Cruciferous vegetables such as broccoli, cabbage and watercress contain a variety of compunds that inhibit breast cancer growth and metastasis. The most well-studied include indole-3-carbinol (I3C) and its metabolite 3,3'-diindolylmethane (DIM), and the isothiocyanates sulforaphane, erucin, allyl isothiocyanate (AITC), benzyl isothiocyanate (BITC), and phenethyl isothiocyanate (PEITC). BITC has been shown to inhibit self-renewal of breast cancer stem cells and to reduce mammary tumor development in a mouse model of HER2+ breast cancer. Now a new study has described how BITC induces cell death in both hormone receptor positive (ER+/PR+) and triple negative (ER-/PR-/HER2-) breast cancer cells.

Food sources of benzyl isothiocyanate (BITC)

Cabbage is the most abundant common food source of BITC. Garden cress (Lepidium sativum, a relative of watercress) and Indian cress (Tropaeolum majus, or nasturtium) are even better sources, but not normally found in U.S. supermarkets. Papaya is also a source, but BITC is abundant only in the seeds and immature flesh.

Raw cabbage is best

Raw cabbage is a far superior source of isothiocyanates than boiled cabbage. One study reported that 56% of the glucosinolate content of cabbage is lost after two minutes of boiling. Isothiocyanates are obtained from glucosinolates when the enzyme myrosinase is released from damaged plant cells. Myrosinase is physically separate from glucosinolates in intact plant cells. Chewing or chopping a cruciferous vegetable enables the myrosinase to catalyze the reaction that converts its glucosinolates into isothiocyanates. This is part of the plant defense mechanism which is triggered when, for example, an animal chews the plant. This mechanism is disabled when cruciferous vegetables are cooked, although human intestinal bacteria facilitate some formation and absorption of isothiocyanates. In addition, glucosinolates are water soluble and can be leached into cooking water.

Consume cruciferous vegetables as food, not supplements

Unlike some other chemopreventive compounds found in foods, those in cruciferous vegetables are relatively bioavailable and meaningful amounts can be obtained through the diet. The anticancer properties of cruciferous vegetables are likely to be the result of synergistic interaction of its various chemical components. One study found a measurable reduction in breast cancer risk from cruciferous vegetable consumption levels as low as once per week. However, note that cruciferous vegetables also contain thioglucoside compounds that can interfere with the formation of thyroid hormone in women with iodine deficiency.

Consuming sulforaphane, DIM, I3C, papaya seed extract or broccoli pills appears to be both unnecessary to obtain the benefits of cruciferous vegetables, and unwise. Isolated cruciferous vegetable components have successfully inhibited proliferation in the laboratory, but their efficacy and safety in humans needs to be evaluated in large-scale clinical trials. There is some evidence that high levels of concentrated cruciferous vegetable extracts can increase aromatase activity (in which androgens are converted to estrogens in the body), thereby promoting breast cancer cell proliferation. One study found that cruciferous vegetable extract acts bifunctionally, like an anti-estrogen at low concentrations and an estrogen at high concentrations. In addition, high levels of isothiocyanates such as sulforaphane are genotoxic to normal cells (as well as to cancer cells), causing DNA damage that paradoxically could potentially contribute to cancer development.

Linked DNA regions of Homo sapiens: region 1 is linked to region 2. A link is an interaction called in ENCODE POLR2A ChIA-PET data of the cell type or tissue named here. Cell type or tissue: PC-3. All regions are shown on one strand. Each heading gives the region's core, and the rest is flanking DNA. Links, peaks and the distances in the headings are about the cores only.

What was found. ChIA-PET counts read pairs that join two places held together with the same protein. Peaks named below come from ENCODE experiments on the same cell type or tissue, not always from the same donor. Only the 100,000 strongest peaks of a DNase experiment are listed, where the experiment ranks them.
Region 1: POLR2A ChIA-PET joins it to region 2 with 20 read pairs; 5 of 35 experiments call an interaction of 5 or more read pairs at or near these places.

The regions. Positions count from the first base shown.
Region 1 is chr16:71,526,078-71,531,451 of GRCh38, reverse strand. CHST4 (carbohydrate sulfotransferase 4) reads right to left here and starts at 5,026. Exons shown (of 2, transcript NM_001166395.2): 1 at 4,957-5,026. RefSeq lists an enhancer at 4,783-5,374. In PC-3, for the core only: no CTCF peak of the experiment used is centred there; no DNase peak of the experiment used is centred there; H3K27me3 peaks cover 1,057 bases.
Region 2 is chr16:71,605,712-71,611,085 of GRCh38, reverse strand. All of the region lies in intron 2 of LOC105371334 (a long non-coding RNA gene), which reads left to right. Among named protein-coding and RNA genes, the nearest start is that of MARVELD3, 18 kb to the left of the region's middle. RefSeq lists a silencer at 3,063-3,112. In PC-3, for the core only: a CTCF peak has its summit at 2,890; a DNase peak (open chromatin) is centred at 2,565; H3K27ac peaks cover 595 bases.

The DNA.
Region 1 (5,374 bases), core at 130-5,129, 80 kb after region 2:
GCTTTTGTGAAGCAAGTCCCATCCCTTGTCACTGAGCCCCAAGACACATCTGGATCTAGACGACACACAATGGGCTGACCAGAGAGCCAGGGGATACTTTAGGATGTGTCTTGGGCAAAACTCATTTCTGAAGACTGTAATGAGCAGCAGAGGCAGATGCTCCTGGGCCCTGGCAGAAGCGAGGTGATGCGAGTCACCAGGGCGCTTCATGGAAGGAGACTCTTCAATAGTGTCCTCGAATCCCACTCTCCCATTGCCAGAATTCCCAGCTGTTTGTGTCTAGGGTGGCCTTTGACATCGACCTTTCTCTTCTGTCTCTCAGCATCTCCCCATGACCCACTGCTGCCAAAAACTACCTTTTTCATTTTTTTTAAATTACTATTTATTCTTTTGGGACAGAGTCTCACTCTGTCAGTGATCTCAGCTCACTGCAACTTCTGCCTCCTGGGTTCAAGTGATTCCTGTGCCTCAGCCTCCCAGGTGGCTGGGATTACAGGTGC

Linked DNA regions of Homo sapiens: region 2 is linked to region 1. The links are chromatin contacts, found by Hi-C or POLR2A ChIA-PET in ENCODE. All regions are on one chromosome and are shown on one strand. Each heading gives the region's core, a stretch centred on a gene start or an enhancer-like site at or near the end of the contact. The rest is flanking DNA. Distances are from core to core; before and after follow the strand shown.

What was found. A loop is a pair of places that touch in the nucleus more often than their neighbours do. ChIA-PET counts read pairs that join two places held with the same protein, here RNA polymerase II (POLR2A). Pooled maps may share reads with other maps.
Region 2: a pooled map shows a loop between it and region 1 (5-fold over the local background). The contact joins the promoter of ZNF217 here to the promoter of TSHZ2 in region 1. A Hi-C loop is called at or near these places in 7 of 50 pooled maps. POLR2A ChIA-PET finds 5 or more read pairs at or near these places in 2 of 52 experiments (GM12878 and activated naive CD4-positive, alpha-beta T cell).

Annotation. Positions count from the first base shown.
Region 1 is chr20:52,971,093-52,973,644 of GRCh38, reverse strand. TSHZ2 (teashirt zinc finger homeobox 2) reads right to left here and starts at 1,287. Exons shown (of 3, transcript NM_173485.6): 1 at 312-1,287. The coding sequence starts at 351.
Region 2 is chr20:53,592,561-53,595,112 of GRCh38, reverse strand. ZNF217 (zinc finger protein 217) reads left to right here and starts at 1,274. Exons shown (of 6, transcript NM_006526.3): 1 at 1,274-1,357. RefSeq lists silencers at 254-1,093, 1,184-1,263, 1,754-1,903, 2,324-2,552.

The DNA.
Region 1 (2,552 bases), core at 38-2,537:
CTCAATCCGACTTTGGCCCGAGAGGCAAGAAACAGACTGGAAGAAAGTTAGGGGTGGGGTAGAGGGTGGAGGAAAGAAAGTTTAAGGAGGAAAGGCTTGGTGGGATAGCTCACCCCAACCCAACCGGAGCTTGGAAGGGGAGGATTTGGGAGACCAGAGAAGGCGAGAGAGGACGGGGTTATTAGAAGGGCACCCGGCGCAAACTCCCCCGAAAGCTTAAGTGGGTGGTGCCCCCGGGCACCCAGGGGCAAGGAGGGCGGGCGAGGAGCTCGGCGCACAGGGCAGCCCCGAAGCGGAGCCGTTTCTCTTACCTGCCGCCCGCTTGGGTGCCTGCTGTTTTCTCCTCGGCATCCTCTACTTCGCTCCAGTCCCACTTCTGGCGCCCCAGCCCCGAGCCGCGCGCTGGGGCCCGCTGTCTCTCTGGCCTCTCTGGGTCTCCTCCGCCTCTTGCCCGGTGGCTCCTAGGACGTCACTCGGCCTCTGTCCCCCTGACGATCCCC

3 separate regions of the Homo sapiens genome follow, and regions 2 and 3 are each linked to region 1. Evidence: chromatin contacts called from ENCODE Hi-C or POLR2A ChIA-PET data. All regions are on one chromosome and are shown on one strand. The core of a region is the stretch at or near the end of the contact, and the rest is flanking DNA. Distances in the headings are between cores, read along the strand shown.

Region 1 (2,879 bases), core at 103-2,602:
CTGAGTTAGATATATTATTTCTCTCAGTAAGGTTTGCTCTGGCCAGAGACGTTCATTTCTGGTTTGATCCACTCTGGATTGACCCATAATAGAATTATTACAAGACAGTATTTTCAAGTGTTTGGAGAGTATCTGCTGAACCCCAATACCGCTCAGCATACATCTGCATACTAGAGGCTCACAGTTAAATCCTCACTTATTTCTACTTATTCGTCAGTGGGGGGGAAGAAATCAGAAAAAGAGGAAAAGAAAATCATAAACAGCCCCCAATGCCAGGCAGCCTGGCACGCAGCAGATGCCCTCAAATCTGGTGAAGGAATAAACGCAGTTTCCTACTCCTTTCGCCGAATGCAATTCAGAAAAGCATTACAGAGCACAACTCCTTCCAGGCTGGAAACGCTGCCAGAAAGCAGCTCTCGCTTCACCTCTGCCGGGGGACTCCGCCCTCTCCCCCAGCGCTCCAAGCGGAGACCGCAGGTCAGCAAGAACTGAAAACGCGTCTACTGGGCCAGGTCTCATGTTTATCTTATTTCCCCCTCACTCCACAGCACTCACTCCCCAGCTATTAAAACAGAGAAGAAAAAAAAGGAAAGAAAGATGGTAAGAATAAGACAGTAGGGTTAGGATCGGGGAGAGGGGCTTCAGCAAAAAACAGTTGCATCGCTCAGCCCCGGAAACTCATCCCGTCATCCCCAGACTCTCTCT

Latest research describes how BITC induces cell death

Most laymen think of mitochondria as scattered oval-like organelles involved in cell energy production. However, mitochondria can also assemble into dynamic structures. In most types of normal cells, these are regular lattice-like formations but in cancer cells they typically appear as an irregular filamentous network.

The study referenced at the beginning of this news story was designed to investigate the mechanism of action by which BITC helps prevent mammary tumor development. BITC is known to be associated with apoptosis (programmed cell death) but how this occurs is not well understood. In the present study, the authors demonstrate that BITC modifies mitochondrial dynamics and that this is an early and necessary step in BITC-induced breast cancer cell apoptosis.

To conduct the study, the authors exposed ER+/PR+ and triple negative breast cancer cells, as well as non-cancerous breast cells, to BITC at levels reasonably achievable in plasma. This was found to induce a rapid collapse of mitochondrial filamentous networks in the breast cancer cells. BITC treatment also inhibited mitochondrial fusion in these cells, a necessary step during cell division. On the other hand, the normal breast cells were resistant to BITC-induced mitochondrial changes, as well as to apoptosis.

The authors also tested exposure to BITC in tumor-bearing mice. Tumors of BITC-treated mice were found to have reduced levels of mitochondrial fission- and fusion-related proteins compared to tumors of untreated control mice. The authors conclude that their study provides new insights into the molecular complexity of breast cancer cell death induced by BITC.